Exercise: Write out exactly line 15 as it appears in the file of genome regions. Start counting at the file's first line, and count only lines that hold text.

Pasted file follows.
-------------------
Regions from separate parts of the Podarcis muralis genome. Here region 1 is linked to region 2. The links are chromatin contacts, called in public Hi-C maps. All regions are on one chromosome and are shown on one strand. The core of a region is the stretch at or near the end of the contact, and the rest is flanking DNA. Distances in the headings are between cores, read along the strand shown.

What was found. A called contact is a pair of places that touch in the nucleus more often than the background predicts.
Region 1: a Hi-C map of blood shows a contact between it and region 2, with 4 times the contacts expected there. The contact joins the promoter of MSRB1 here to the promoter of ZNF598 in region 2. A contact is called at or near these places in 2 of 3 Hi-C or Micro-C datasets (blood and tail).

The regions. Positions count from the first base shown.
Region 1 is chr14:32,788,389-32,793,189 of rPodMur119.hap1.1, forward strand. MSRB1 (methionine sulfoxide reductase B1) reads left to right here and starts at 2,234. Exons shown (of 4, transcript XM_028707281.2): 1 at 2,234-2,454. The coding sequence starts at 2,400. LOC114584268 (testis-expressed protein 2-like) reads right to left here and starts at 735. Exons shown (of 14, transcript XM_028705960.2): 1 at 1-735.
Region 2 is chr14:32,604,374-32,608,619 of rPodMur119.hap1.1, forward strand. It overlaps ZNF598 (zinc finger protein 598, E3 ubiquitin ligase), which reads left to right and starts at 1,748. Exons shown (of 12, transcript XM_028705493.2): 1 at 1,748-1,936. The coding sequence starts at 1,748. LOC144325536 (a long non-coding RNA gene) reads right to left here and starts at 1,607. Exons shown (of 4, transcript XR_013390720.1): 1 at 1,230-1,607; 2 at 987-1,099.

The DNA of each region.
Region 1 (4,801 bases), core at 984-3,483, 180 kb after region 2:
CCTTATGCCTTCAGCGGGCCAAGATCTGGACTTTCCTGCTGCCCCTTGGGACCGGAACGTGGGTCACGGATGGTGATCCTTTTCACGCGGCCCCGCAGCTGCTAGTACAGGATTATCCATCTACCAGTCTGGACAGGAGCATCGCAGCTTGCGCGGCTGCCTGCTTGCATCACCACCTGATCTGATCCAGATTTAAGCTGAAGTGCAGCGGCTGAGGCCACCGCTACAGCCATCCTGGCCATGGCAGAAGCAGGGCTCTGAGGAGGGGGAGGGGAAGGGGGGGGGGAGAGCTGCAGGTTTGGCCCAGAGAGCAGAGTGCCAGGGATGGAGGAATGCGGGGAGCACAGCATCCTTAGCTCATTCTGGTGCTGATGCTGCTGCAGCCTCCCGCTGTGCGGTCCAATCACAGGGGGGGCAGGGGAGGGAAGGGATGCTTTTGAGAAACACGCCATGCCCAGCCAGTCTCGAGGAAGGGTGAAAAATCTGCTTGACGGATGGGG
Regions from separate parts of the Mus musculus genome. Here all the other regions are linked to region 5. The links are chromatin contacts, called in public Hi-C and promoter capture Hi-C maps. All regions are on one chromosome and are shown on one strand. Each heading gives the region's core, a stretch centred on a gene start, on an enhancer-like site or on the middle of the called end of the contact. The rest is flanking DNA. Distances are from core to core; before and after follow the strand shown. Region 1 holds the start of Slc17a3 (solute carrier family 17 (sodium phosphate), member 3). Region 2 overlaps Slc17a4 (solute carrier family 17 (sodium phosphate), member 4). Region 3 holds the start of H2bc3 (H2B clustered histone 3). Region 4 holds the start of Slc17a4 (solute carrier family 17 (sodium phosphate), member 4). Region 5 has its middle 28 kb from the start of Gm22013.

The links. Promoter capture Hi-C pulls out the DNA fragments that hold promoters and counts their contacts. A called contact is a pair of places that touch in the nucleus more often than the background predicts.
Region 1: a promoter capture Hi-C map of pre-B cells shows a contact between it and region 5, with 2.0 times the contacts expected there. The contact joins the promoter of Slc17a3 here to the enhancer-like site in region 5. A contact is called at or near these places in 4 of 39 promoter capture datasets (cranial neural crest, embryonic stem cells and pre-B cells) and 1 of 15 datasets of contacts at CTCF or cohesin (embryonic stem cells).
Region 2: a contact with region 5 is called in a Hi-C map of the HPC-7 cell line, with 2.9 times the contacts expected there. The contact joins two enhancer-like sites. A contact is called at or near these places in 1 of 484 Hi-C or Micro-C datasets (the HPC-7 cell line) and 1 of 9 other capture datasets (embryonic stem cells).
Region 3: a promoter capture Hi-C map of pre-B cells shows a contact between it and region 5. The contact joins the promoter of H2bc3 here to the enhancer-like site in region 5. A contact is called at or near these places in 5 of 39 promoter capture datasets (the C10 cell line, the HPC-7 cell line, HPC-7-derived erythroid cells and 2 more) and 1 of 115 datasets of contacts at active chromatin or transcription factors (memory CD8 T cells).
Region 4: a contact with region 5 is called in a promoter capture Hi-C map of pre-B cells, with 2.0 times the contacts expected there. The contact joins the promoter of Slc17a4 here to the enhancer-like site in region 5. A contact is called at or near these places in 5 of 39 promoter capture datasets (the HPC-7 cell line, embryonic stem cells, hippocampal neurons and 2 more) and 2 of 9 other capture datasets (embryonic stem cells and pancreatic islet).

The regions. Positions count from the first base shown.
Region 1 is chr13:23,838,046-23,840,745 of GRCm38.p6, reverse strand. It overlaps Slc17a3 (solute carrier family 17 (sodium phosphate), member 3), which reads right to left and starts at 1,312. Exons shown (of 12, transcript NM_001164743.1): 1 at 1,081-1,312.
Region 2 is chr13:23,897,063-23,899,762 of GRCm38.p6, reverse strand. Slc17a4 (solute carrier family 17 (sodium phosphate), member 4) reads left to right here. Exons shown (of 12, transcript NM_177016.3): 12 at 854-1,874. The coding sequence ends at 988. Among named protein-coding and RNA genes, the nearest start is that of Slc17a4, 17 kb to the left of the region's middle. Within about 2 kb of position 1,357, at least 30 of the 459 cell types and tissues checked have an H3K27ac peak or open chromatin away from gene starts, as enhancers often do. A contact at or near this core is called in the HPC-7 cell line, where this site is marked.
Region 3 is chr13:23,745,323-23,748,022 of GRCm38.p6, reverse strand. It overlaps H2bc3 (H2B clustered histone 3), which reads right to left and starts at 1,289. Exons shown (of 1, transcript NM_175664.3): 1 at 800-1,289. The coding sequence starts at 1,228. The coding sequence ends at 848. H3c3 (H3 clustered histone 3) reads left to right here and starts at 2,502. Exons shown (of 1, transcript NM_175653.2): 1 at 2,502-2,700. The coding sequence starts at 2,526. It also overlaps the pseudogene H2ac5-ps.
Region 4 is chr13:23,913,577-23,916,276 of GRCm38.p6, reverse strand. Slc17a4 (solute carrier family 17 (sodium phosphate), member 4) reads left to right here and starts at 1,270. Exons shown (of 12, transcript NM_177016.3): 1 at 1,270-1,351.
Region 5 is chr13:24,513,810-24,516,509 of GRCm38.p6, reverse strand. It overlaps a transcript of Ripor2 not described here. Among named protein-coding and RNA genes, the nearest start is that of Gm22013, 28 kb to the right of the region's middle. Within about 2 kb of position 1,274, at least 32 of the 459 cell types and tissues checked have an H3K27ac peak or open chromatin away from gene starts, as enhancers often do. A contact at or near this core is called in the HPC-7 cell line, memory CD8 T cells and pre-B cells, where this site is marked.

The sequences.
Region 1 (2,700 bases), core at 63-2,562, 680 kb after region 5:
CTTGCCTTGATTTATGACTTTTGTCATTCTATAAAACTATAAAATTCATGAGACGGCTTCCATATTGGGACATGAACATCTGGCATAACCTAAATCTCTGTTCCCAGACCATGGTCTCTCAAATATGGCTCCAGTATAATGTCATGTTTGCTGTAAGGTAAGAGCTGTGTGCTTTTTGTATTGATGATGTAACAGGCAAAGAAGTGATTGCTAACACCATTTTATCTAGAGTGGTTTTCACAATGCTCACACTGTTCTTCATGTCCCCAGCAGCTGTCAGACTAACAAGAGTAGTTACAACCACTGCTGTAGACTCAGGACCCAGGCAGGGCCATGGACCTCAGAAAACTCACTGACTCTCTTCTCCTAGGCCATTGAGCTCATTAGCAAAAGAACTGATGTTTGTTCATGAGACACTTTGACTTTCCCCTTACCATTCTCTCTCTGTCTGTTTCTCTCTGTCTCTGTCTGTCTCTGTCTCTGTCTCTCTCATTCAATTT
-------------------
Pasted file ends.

Region 4: a contact with region 5 is called in a promoter capture Hi-C map of pre-B cells, with 2.0 times the contacts expected there. The contact joins the promoter of Slc17a4 here to the enhancer-like site in region 5. A contact is called at or near these places in 5 of 39 promoter capture datasets (the HPC-7 cell line, embryonic stem cells, hippocampal neurons and 2 more) and 2 of 9 other capture datasets (embryonic stem cells and pancreatic islet).